By THE NATION
“The intention of the Constitution is that after the four election-related laws come into effect, the Election Commission [EC] must organise the poll within 150 days – that is by May 9. This period does not include the counting of votes or finalising the results,” Chartchai explained.
His statement comes in light of the current debate on the organisation of the election, which faces another delay after nearly five years of military rule. Authorities have cited the overlapping of the voting process with the royal coronation as grounds for a delay.
If the poll must be delayed from the tentatively scheduled February 24, pro-election groups want the election to take place on March 10, as suggested by the EC. This is to ensure that the announcement of results can be made within 150 days of the electoral laws taking effect, otherwise the election could be unconstitutional and voided. Others, meanwhile, have argued that the 150-day period prescribed in the Constitution was only for the voting process and not the announcement of poll results.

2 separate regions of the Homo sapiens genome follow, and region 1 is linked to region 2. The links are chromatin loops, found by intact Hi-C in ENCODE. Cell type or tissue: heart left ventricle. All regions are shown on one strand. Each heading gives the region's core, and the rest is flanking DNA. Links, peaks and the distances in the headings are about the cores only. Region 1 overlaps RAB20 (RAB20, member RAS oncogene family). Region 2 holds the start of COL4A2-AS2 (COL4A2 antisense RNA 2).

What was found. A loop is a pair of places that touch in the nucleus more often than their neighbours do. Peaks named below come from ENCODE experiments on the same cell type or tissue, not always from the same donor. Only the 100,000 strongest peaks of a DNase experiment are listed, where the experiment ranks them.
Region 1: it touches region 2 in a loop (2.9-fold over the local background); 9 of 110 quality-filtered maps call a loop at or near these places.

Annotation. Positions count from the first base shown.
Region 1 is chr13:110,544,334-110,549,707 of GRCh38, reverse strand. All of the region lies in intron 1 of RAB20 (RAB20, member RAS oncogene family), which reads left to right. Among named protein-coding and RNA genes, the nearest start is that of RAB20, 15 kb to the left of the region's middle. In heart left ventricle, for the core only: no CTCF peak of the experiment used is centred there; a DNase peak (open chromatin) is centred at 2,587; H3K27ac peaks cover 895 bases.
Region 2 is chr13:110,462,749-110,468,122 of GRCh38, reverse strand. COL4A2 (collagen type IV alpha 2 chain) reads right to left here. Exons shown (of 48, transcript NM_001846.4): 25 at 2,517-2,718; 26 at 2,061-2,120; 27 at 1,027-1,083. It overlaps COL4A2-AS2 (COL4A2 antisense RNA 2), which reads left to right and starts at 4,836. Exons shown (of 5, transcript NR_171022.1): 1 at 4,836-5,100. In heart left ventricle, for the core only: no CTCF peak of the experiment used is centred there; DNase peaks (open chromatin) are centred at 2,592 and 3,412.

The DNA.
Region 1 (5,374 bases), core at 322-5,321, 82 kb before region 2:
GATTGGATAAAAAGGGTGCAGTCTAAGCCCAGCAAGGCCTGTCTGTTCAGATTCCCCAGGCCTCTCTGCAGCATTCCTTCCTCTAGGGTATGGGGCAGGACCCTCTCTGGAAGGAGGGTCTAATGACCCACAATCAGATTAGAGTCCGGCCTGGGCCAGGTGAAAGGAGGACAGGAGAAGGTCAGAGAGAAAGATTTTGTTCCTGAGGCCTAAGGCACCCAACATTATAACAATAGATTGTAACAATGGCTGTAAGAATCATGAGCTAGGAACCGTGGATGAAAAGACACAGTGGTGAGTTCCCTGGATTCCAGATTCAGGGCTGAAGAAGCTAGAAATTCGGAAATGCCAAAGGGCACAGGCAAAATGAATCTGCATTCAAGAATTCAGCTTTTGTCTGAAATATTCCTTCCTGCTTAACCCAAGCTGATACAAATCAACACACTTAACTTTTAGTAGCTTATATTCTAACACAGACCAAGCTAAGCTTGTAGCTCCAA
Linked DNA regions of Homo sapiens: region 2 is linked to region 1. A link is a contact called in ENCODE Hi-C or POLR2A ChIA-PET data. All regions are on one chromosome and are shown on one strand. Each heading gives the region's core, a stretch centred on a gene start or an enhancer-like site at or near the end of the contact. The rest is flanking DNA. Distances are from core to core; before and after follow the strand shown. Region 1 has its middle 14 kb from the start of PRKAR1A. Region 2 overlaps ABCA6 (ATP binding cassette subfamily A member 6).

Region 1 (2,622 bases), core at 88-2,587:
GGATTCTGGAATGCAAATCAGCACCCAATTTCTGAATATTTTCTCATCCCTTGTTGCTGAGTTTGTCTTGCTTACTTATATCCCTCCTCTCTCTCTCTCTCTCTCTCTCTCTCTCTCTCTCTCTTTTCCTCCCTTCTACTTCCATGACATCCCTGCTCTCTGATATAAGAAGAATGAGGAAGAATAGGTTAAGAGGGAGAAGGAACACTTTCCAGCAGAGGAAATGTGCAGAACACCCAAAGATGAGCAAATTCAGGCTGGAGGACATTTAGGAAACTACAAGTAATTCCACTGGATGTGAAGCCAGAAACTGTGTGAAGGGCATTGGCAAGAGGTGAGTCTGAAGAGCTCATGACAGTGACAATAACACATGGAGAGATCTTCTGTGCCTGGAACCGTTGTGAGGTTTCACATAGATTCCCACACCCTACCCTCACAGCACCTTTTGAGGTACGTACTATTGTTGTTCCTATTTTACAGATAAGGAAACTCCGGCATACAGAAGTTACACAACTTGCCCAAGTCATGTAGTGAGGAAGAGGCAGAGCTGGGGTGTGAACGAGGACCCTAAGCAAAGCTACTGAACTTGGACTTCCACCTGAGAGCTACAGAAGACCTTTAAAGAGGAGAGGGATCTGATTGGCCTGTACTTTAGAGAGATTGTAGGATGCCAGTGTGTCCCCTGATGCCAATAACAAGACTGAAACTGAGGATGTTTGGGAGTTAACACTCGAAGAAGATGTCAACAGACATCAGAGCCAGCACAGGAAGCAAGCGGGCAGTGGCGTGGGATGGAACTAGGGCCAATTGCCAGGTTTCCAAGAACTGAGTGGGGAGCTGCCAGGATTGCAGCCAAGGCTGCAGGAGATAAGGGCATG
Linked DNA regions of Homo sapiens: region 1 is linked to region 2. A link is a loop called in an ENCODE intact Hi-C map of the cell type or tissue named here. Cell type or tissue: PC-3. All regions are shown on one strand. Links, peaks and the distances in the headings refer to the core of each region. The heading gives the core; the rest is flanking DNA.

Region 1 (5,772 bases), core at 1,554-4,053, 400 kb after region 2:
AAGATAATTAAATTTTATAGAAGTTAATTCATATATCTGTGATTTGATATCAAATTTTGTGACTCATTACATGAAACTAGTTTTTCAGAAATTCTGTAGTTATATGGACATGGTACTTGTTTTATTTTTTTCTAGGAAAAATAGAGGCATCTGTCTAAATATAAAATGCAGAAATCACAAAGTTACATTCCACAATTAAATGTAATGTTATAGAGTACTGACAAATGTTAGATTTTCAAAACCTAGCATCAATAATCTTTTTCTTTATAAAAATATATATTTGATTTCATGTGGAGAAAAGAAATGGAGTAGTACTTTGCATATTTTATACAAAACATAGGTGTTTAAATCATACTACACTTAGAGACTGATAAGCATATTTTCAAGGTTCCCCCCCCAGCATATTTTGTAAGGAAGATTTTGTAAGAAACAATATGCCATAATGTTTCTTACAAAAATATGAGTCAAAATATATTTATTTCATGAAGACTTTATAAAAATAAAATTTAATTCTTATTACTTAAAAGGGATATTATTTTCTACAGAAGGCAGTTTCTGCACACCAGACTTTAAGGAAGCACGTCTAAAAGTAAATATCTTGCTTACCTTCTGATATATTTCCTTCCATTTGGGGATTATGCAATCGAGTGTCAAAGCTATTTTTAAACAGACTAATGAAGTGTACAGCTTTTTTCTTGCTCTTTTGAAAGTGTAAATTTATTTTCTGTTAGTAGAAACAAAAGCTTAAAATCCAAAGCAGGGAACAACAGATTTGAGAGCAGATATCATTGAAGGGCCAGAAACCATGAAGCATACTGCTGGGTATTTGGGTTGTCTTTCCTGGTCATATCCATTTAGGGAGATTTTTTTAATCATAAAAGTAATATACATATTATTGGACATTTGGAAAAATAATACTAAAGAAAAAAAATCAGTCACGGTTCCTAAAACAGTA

Uncertainty continues as to when the election will take place with the government yet to publish a Royal Decree in the Royal Gazette.
According to law, the EC must announce the election date within five days of the issue of a Royal Decree.
Chartchai dubbed as a political game the argument that the poll result announcement is included in the 150-day period. Former EC commissioner Somchai Srisuthiyakorn was among those making that case. A source in the defunct CDC said that Somchai was well aware of the intention of the Constitution. “He was in the meeting and we talked about this,” he said. “We all understood that the 150 days only cover the casting of ballots. The EC also acknowledged that.”
However, protesters, political activists and some politicians are voicing their opposition to the delay, calling on the government to keep its word on a February election.
The pro-election camp argued that the EC could announce the poll results earlier than the given 60 days to prevent overlapping with the coronation.